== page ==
The station was accessed by two long flights of stairs.  A receptionist greeted you as you walked in.  Directly behind her were the executive offices and to the left was a long glass window that looked into Studio A which contained about 35 folding chairs, a table and several microphones, including a boom mic.  Turning left 180 degrees, you walked down a corridor off of which on the right were the doors that led to studio B, which also acted as the control room for Studio A.  Next was studio C, which acted as the control room for Studio D , located directly behind it and accessed by a side door.  Beyond the studios was an open area that looked out onto Atlantic Street.  On the right were the desks of the program director, continuity writer, and sales personnel.  On the left, and enclosed by a partition, was the newsroom where two newsmen manned the phones and wrote local news stories for all shifts.
     The transmitter was located on Strawberry Hill Avenue, having been moved there from Shippan Point  in the late 1940s when WSTC acquired its FM frequency.
     The starting salary for announcers at WSTC in 1954 was $60.00 a week.  My recollection is that I worked 6 hours a day, six days a week.  Because I had the night shift my hours were from 6 pm to midnight.  My announcing colleagues were Jerry Damon who left a few months later to join NBC as a network staff announcer, and Scott Vincent, who later joined the staff of WABC radio and television, in New York.   In the newsroom, working the night shift, were two full-time writers, Bob Meany and Don Caruso.  Together they prepared the 11 o’clock News.    Don (who later changed his first name to Dee for professional reasons) would go on to write the NBC series “That Was the Week That Was” and the Walt Disney movie “The World’s Greatest Athlete”.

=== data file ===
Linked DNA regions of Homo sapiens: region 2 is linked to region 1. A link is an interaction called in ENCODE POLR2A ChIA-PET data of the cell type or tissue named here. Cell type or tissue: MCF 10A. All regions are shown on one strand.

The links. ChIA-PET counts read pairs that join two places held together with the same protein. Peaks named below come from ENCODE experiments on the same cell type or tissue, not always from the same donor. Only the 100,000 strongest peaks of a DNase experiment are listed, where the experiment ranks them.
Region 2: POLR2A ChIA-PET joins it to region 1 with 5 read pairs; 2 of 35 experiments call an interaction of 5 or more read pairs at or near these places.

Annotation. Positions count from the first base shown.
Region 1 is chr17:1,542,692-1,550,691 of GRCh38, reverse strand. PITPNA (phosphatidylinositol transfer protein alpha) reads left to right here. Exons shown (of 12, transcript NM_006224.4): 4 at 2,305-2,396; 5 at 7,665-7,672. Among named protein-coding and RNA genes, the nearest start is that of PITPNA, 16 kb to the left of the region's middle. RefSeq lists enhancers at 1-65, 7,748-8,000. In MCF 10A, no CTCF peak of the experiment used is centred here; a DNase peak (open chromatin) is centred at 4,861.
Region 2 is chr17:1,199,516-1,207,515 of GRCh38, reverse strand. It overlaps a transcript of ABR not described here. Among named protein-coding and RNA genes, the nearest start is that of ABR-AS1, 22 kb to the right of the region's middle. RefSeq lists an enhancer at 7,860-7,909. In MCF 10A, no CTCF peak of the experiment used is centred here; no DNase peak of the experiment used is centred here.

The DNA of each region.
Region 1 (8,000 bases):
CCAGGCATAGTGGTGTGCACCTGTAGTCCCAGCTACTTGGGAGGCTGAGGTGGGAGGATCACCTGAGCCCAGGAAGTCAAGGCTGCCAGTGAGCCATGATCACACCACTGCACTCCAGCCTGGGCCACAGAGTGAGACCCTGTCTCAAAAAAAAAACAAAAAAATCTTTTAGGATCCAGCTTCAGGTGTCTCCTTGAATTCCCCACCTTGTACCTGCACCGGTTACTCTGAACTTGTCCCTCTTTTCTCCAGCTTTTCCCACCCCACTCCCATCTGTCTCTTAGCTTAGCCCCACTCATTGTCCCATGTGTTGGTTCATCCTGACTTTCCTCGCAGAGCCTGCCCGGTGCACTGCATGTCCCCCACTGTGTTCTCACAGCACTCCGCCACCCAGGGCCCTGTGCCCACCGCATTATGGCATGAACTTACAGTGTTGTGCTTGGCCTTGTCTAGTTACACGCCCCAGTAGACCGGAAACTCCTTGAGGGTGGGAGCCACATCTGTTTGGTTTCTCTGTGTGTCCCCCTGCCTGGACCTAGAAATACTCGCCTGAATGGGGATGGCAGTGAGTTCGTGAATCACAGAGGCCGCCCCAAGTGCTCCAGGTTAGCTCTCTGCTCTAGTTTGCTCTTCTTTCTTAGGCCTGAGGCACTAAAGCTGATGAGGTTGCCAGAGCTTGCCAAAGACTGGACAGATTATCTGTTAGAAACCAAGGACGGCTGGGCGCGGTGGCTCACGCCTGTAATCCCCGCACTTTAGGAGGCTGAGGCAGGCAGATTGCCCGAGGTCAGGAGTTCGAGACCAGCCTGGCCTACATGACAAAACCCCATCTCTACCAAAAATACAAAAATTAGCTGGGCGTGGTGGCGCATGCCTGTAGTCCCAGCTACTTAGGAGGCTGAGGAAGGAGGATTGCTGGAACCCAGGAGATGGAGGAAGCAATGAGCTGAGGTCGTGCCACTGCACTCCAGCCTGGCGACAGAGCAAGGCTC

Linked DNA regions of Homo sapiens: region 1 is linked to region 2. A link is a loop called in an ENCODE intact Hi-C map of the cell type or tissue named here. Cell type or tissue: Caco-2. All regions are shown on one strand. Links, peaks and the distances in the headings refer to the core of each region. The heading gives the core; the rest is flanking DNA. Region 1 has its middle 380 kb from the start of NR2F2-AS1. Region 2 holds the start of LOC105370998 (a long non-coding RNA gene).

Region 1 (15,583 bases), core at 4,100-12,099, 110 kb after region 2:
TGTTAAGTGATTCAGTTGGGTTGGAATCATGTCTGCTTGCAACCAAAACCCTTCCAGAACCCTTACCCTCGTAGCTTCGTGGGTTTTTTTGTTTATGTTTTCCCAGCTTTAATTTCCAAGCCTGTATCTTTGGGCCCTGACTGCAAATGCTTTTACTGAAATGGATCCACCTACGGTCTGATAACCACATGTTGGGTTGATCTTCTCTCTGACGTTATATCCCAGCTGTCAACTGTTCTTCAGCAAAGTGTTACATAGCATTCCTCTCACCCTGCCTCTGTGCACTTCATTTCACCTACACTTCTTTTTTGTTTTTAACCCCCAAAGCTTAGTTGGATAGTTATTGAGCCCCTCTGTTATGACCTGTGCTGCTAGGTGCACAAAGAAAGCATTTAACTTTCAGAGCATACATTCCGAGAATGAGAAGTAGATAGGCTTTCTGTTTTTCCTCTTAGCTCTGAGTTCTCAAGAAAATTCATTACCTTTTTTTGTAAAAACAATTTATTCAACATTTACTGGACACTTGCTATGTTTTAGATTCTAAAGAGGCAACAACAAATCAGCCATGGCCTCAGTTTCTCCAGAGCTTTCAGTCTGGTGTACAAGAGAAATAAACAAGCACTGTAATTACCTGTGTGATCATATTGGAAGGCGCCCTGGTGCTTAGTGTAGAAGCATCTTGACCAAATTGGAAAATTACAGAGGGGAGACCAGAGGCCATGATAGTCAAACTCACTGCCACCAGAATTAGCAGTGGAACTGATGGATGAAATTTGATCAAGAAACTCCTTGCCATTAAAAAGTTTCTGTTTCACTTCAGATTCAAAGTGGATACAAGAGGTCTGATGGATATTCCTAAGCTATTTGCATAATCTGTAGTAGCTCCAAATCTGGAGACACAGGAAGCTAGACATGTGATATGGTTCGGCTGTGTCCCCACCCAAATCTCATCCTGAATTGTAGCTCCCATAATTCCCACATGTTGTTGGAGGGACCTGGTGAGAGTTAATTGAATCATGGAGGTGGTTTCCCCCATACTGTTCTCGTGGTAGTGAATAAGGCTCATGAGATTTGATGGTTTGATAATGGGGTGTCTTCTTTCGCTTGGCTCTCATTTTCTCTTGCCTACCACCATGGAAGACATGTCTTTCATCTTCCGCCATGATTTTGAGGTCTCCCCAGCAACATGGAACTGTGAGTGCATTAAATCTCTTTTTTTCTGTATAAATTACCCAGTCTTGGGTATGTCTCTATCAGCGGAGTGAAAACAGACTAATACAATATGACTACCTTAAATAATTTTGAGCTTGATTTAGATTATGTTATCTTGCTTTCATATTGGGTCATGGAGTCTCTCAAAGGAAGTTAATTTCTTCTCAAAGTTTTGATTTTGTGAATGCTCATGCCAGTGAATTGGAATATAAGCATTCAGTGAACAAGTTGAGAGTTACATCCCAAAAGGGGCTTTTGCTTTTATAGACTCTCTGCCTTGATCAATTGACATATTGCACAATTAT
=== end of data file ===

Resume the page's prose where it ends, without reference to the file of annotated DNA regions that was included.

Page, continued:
WSTC attracted its large audience with extensive local news coverage which was overseen by General Manager Julian Schwartz..  It featured two fifteen minute newscasts in morning drive (7-7:15 and 7:45-8) another at noon time, a fourth at 6:30 and the wrap up at 11.  These newscasts were taken directly from the police blotter.  We reported every fender bender and local arrest in the area.  I remember the writing style very well.  “A car driven by John Smith of Stamford collided with a machine driven by Robert Jones of Darien last night.  There were no injuries.”  To avoid the repetition of the word “jail” the writers would substitute the words “hoosegow” or “clink”.  One night I was reading a story cold when I recognized the name of one of the people in the lock-up.  Well, it was still a relatively small town.
     The newscasts also featured the obituaries of everyone who had died that day.  The local funeral homes would provide this information to us in exchange for a trade schedule of one minute spots.  Newscasts. Especially those containing funeral home spots, could sometimes be depressing to read.
The station was always responsive to important news stories and severe weather conditions.  When Hurricane Carol struck in late summer, 1954, the station remained on the air throughout the night and I was assigned to cover the shift.  Although Carol wreaked havoc in eastern Connecticut and Rhode Island, western Connecticut was spared, except for heavy rains as I recall, and by about 3 o’clock in the morning it became apparent that nothing serious was going to happen.    It turned out to be a long and, thankfully, uneventful night.